The Sufficiency of Christ in the Middle of a Global Pandemic

Since the middle of March, we have been doing online schooling with the goal of still providing quality, Gospel-saturated education in the middle of COVID-19.  If you are reading this, you probably know much about our school and the purpose of it. For the past four years, my wife and I have been serving at the Manantial School in different capacities and have seen the incredible impact that the school ministry has had on this community. God has been at work and is still working in our community and the communities of the other schools around the world (3 in Mexico and 1 in Uganda).

When COVID-19 hit in March, we went online. We thought that we would only be doing this for a couple of months. Seven months later and here we are. I have had many feelings of inadequacy and thinking that I am wasting my time posting assignments online. I have had thoughts wondering how God can work with our students without us actually being around them. And then I remembered John 6:63 which says, “The Spirit gives life; the flesh counts for nothing. The words I have spoken to you—they are full of the Spirit and life.”  For a while, I had forgotten that the work and impact of this ministry was God’s work.  This scripture has reminded me that my flesh does not count for anything at all. There is nothing that I can do that gives life, but the Spirit alone that gives life. In all of my inadequacies, His grace is sufficient to work in and through me.

Even though I know this truth in my head, it is difficult to believe it constantly. I still try to work my way of seeing lives changed. I still try to make my online classes more effective and think that if I don’t do it well enough, my students won’t be impacted. However, over the past month, I have seen the sufficiency of Christ become a reality in one of my students. In the middle of my feeling of inadequacy, one of my students talked to me and shared how God has been giving him a desire for His word. He told me that he has been waking up early every morning to read the scriptures and spend time writing down what God has been teaching him. He also told me that he has been sharing what God has been teaching him to others and encouraging others with the Gospel. What an incredible reminder that God is in control. He is still working and is sufficient to do all things regardless of my involvement.  The student’s desire for God and His word had nothing to do with me, but had everything to do with the work of the Spirit in his life. In the middle of our inadequacy, God is sufficient to continue His work in and around us.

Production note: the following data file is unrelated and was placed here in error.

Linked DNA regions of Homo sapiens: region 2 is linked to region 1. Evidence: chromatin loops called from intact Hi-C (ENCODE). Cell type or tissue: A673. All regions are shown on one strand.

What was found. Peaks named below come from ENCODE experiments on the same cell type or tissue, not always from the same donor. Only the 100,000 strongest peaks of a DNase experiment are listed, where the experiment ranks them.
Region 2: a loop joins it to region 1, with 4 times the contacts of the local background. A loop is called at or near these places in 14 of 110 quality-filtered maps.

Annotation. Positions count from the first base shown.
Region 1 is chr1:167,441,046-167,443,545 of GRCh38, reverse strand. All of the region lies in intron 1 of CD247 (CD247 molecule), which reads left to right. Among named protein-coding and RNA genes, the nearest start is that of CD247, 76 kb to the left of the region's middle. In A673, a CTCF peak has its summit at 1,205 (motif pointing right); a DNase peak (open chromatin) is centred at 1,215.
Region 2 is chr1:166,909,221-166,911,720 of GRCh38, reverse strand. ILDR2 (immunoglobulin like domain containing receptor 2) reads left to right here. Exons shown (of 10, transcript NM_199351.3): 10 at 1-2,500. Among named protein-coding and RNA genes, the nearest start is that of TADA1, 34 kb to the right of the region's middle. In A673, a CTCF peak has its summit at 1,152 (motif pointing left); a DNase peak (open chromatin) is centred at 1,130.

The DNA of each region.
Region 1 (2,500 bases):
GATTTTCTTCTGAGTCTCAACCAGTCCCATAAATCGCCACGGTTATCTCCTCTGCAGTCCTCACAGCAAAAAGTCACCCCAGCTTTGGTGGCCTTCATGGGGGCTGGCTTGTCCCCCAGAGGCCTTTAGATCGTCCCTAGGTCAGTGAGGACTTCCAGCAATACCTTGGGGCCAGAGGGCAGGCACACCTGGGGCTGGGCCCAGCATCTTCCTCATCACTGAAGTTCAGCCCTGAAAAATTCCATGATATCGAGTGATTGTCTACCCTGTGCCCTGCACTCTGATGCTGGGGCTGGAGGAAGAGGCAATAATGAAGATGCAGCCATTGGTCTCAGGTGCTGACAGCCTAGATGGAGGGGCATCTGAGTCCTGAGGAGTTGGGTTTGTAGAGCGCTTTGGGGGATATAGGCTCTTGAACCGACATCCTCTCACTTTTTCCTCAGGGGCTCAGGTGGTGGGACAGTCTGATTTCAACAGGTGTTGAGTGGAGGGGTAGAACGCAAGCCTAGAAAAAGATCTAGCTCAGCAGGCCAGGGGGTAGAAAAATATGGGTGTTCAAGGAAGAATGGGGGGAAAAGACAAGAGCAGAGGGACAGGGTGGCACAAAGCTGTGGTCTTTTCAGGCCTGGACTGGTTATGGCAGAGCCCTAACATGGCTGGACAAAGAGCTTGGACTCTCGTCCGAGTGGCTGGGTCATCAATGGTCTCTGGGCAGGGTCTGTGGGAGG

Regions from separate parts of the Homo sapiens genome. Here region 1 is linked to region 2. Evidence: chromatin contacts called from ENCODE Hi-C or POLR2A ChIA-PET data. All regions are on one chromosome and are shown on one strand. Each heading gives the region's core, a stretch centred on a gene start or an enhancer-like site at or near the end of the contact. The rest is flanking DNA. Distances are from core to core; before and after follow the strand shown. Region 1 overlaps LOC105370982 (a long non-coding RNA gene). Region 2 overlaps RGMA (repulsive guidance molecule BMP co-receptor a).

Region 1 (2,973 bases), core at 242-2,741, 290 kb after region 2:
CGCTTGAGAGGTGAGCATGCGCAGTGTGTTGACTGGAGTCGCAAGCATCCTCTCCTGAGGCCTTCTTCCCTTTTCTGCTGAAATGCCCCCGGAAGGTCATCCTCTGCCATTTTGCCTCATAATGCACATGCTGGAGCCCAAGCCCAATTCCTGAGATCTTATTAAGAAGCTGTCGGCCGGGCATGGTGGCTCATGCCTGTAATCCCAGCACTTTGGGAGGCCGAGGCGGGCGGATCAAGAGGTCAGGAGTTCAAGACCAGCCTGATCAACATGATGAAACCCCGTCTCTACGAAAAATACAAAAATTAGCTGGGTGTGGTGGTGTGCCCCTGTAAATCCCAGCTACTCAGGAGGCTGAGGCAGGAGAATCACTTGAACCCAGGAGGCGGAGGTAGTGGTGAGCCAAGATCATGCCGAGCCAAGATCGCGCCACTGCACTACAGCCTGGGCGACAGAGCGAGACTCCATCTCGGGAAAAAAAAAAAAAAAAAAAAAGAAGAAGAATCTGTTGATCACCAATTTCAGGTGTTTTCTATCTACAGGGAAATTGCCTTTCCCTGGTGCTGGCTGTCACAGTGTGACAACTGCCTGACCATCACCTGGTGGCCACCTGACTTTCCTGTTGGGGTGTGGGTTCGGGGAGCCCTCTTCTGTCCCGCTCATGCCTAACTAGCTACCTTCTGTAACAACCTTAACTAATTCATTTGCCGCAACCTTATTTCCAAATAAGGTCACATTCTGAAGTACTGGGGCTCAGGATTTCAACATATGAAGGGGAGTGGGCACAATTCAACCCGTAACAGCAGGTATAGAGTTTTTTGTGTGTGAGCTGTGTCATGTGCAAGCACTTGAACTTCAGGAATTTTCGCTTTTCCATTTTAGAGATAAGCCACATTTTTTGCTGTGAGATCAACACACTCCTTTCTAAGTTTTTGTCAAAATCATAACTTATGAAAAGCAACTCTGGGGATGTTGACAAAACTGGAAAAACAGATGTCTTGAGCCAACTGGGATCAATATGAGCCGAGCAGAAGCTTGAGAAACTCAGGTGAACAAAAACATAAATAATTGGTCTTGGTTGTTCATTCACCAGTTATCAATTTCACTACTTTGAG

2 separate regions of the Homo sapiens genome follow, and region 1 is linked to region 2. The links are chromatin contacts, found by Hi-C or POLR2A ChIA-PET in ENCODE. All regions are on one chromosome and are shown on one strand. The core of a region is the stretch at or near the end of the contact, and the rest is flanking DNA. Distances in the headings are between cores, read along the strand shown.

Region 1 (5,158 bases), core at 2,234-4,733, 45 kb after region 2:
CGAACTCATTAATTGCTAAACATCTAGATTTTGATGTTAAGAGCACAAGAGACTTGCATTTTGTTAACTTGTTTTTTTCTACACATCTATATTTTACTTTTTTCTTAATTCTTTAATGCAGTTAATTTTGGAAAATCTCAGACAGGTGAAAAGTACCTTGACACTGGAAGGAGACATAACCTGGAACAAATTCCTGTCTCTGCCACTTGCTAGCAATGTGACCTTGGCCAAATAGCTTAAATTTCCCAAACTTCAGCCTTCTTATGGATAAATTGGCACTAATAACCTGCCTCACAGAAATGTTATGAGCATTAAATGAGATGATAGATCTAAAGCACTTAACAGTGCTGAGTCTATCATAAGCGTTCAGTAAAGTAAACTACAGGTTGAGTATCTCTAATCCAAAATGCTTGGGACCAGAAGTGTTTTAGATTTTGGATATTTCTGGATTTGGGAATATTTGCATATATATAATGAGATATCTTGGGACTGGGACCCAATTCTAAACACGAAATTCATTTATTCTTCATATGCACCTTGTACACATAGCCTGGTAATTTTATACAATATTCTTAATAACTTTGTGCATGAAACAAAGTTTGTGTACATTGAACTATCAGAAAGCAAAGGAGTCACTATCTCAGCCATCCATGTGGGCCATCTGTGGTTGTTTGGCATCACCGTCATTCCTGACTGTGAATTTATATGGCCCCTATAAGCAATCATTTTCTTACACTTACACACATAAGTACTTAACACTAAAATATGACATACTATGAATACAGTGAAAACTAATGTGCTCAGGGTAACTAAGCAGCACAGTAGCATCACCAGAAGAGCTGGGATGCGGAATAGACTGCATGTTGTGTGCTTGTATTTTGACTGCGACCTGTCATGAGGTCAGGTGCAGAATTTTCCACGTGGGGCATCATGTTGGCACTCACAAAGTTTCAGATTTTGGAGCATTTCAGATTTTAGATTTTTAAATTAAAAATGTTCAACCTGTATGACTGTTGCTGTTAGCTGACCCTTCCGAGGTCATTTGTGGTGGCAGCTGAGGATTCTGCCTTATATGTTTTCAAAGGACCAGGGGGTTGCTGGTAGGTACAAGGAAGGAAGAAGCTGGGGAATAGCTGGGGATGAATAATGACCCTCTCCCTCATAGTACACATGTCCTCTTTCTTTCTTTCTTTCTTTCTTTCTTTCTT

-Daniel McDonald, GEM Missionary

FIESTA

F I E S T A .

If you were to ask me to describe Mexico in one word, it would be “fiesta”. Mexicans love to have an excuse to throw a party, and everyone is always invited.

I remember the first time we moved into our house in Puerto, our neighbors had a “fiesta” for their dad, who turned 93 at the time. This party had a full band, tons of food (good authentic Mexican food), drinks, and dancing. This party must have started around 7 and lasted until about midnight. Parties like this happened over and over as our neighbors celebrated their families lives.

On the other end of the spectrum, our other neighbor celebrated the birthday of their two-year-old daughter. This party started around 6 pm and lasted well past midnight. Again, there was music, food, and plenty of dancing to celebrate the birthday of their two-year-old (who most definitely didn’t stay up for the whole thing).

I mention both of these things because I think it is amazing. I believe that this shows the heart of God. As Christians, we should be the most celebratory people in the world celebrating all that God has done. We should take the time to slow down and celebrate those around us.